The idle mixture screw is the only externally adjustable carburetor jet available and controls up to 1/8 throttle only. There are two types of idle mixture screws. One type is called a fuel screw because it regulates the flow of fuel into the idle circuit. This type of screw is located ahead of the carb?s slide tower (motor side) and is most often found under the carb?s bore and upside-down directly ahead of the carb?s float bowl. By turning the screw out you increase the amount of fuel that is allowed to slip around the tapered needle and into the carb?s bore where it is mixed with air that has snuck under the carb?s slide.

If the idle mixture adjustment screw is located behind the carb?s slide tower (airbox side) then the adjusting needle regulates air flow into a fixed flow of fuel intended for idle. By turning this screw inward you are reducing the air flow, thus richening the idle mixture.
When the motor is up to operating temperature, set your idle speed screw to a stable idle. Then use either your idle fuel or air screw to obtain a stable idle. Reset the idle speed screw as necessary after obtaining the correct idle mixture.

The main jet controls 3/4-full throttle only. Ideally you should start very rich (large numbered jet) and test at full throttle. It should skip. If not then you are not rich enough! Once you have your rich stumble, back off one size at a time until full throttle operation results in normal operation. (Note: If your ATV runs faster at 3/4 throttle than full throttle you are definitely lean on the main!)

The slide?s jet needle controls 1/4-3/4 throttle. It does this by passing upward through the needle jet. The needle jet is a long brass tube that contains many small holes in its sides that air passes through. Fuel from the float bowl enters this air stream from the main jet and into the center of the needle jet where it mixes with the air to create an emulsion. This mixture of fuel and air is then metered by the height, taper and diameter of the jet needle as the emulsion passes upward around the jet needle into the carb?s bore where it mixes with still more air to (hopefully) arrive in the motor in a combustible fuel-to-air ratio.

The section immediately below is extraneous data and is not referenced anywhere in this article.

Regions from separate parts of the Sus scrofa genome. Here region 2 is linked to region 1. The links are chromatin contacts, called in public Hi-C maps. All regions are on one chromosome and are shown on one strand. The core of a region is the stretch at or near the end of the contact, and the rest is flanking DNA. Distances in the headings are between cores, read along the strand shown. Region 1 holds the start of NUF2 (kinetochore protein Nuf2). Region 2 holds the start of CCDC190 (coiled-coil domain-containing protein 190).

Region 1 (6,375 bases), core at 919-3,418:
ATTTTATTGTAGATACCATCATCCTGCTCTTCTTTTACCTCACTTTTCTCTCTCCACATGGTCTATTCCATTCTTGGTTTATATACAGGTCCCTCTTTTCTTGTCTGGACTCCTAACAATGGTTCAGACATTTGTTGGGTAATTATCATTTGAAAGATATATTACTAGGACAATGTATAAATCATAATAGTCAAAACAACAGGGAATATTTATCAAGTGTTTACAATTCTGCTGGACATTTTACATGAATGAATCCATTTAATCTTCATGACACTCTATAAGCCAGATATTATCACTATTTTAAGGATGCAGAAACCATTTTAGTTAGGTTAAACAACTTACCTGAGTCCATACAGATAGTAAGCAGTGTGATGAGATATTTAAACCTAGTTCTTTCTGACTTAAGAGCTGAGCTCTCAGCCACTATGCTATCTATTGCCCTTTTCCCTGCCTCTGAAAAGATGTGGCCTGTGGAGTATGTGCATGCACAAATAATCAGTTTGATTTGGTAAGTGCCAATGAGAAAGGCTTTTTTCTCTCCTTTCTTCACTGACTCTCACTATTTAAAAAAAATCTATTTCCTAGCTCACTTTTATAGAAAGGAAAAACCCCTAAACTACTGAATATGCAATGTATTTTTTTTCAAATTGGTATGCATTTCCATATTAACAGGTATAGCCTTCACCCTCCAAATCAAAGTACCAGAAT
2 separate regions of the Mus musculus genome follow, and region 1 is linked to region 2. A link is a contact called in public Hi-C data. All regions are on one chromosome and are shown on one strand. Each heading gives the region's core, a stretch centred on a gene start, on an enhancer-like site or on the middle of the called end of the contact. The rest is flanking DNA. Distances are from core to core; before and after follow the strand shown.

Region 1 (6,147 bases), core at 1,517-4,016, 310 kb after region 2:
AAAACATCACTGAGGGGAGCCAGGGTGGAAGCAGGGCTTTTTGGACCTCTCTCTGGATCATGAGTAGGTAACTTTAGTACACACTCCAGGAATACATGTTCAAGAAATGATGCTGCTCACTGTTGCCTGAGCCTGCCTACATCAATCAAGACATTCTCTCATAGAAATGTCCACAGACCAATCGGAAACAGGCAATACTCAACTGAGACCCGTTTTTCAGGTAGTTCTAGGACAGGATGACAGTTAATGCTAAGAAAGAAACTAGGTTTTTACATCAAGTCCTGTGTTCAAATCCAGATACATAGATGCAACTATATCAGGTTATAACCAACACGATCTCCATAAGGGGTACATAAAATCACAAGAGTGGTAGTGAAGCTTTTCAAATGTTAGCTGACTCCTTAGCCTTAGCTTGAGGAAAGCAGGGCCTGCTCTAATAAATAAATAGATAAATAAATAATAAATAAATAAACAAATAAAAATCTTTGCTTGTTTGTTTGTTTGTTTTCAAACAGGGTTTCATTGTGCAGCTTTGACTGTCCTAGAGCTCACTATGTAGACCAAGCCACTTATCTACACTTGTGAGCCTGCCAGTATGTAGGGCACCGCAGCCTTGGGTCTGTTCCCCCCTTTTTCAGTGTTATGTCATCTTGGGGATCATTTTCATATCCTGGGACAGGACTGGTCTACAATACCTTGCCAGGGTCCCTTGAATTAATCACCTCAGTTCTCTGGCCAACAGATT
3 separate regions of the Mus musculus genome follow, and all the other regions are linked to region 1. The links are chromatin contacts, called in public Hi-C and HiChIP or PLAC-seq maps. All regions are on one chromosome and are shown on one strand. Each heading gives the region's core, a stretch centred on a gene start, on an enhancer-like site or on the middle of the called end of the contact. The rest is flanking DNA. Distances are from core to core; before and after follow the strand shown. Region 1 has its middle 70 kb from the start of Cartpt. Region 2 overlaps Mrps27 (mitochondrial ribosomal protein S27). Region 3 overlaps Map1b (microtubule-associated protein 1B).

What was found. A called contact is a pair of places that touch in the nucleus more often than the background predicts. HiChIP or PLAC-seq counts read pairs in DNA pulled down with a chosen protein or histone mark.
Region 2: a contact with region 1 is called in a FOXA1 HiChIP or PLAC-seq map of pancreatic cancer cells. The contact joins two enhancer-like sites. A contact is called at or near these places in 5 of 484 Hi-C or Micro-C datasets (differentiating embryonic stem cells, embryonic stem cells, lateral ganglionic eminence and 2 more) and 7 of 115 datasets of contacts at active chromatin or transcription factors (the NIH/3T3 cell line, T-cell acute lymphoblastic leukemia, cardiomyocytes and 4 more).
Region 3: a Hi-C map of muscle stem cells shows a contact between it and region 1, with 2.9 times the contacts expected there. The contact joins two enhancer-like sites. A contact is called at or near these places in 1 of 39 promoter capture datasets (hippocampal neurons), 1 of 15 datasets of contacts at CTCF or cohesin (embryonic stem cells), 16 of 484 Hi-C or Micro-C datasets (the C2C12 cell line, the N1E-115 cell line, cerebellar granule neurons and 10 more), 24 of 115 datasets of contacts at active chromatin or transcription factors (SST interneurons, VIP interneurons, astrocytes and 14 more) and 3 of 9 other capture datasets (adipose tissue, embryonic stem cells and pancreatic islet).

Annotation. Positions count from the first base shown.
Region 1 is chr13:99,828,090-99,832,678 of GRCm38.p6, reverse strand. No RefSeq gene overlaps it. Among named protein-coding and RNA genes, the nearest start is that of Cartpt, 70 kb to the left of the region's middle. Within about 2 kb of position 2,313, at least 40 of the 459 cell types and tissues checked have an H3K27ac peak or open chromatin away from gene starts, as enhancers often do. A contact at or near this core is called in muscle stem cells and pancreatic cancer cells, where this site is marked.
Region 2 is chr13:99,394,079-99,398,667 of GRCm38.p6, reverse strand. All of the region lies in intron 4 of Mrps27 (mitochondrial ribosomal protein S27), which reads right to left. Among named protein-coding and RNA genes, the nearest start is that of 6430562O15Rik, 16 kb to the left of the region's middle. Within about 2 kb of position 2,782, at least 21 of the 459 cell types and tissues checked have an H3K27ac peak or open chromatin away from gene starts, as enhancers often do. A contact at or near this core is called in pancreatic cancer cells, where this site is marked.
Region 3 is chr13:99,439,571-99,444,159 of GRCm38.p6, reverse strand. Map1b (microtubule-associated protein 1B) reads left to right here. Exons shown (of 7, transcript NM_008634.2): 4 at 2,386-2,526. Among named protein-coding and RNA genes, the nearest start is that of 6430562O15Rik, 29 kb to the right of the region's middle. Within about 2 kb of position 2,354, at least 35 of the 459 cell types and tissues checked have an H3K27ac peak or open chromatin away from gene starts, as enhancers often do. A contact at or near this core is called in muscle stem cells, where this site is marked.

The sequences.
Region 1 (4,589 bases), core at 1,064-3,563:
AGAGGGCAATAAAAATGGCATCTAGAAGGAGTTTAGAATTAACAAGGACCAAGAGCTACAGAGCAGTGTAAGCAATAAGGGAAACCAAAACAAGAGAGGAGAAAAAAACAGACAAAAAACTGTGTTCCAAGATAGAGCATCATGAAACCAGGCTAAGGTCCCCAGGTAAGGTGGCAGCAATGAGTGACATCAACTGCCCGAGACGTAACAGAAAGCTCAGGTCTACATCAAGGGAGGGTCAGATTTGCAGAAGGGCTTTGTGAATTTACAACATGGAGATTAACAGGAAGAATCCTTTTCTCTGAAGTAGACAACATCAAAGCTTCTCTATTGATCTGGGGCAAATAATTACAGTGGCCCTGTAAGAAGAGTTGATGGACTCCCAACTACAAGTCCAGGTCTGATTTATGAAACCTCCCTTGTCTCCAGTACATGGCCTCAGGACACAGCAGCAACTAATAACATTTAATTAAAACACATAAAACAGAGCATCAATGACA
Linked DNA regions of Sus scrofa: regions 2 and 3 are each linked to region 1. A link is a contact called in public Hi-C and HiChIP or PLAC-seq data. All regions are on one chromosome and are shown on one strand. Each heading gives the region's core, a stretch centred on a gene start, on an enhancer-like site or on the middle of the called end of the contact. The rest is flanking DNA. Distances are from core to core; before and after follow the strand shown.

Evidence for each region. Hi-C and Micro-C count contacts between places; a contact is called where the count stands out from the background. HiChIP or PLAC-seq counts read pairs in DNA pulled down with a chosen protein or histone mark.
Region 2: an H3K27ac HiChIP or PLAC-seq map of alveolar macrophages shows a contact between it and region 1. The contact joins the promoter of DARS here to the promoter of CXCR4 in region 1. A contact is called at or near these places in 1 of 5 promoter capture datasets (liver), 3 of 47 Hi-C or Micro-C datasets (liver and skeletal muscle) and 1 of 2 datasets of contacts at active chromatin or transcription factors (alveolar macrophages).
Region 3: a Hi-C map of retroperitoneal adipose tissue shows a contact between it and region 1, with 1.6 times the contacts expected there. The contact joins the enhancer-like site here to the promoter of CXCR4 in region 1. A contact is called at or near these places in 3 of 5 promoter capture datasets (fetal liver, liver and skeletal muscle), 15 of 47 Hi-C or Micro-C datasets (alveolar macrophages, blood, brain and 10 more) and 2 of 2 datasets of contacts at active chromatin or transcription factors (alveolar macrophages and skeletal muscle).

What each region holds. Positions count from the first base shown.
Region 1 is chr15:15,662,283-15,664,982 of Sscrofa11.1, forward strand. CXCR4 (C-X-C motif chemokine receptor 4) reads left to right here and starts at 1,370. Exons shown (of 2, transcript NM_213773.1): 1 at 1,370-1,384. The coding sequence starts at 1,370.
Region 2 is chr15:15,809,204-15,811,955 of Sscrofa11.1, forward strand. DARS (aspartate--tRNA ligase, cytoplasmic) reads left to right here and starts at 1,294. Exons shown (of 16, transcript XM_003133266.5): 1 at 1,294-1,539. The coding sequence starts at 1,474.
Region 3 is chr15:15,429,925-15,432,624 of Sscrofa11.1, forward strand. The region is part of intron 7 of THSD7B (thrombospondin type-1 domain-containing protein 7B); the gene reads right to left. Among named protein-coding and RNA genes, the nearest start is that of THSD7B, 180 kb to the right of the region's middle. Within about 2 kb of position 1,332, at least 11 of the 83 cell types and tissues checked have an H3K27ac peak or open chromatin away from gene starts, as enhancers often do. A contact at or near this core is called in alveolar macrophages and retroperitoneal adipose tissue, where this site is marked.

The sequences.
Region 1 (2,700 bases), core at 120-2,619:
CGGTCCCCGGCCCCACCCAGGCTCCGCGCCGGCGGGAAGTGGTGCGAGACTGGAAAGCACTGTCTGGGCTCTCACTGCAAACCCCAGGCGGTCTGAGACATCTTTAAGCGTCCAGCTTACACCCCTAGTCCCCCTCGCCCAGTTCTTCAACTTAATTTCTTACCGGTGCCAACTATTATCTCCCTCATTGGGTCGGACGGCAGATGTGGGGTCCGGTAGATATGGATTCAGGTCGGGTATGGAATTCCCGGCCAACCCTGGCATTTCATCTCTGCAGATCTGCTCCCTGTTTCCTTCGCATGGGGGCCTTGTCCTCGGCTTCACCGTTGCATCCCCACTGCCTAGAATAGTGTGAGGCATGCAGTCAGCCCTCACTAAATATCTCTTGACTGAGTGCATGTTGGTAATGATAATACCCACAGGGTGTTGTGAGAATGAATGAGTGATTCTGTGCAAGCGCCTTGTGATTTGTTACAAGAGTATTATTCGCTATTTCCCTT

If you have a soft hesitation, without a hard stumble, anywhere between 1/4 and 3/4 throttle, chances are your needle is lean, so raise the needle by lowering the clip. Conversely, if you have a hard stumble, chances are the needle position is rich, so lower the needle by raising the clip.
If you get very unlucky you might have to start playing with jet needle taper which controls how fast the mixture increases as the jet needle is raised. This would come into play if you were lean at 1/4 throttle, yet rich at 3/4 throttle. The length of the needle comes into play here too. The diameter of the needle controls how much fuel escapes around the needle while still inside the needle jet. The larger the diameter of the straight section or “L” length, the leaner the mixture. Or finally, the “L” length, which controls how much the slide rises before the tapered part of the needle starts.

The slide cut-a-way controls the amount of air allowed to pass under the slide at 1/8-1/4 throttle. It controls the transition from the low speed (pilot) jet to the main jet-fed needle jet/jet needle. Replacing the slide with one that has a smaller number (less cut-a-way) will decrease the amount of airflow under the slide at 1/8-1/4 throttle openings, thus creating a richer mixture at that throttle opening. If you have a rich condition at 1/8-1/4 throttle and you can?t go any leaner, try a smaller cut-a way.
But thankfully, jet needle taper, diameter, “L” length and slide cut-a-way are usually not affected by most simple pipe/air filter modifications.

The low speed (pilot) jet controls fuel flow at 1/8-1/4 throttle. The low speed (pilot) jet is usually not affected by most simple pipe/air filter modifications. However, a slightly lean low speed (pilot) jet can raise havoc in the winter where its fuel is added to the total mixture strength required to start. You may find going one level up will help a winter cold start situation.
Finally your idle mixture is revisited if you have a deceleration backfire situation. When you chop the throttle and use the motor to decelerate, if you get a stream of backfires, try increasing your idle mixture strength 1/4 turn at a time until the backfire goes away. Note: If you reach a point where your idle mixture is 4 turns out (for fuel type screws, NOT air type screws), try going up one size on the slow speed (pilot) jet and reset your idle mixture screw to 1-1/2 turns out and repeat the process.

One final note; reading about how to jet will not make you “good” at jetting. And asking someone a thousand miles away why your machine skips in third gear won?t get you the answers you seek. Even Boss can?t help you when you write him asking “I just bought an XYZ pipe. What jet do I need?”
Only hands-on, trial and error experience can solve your jetting problem. So go purchase a handful of jets and get your hands dirty! You are out five big ones for that pipe and jet kit, and now have a hobbling pile. What are YOU going to do about it?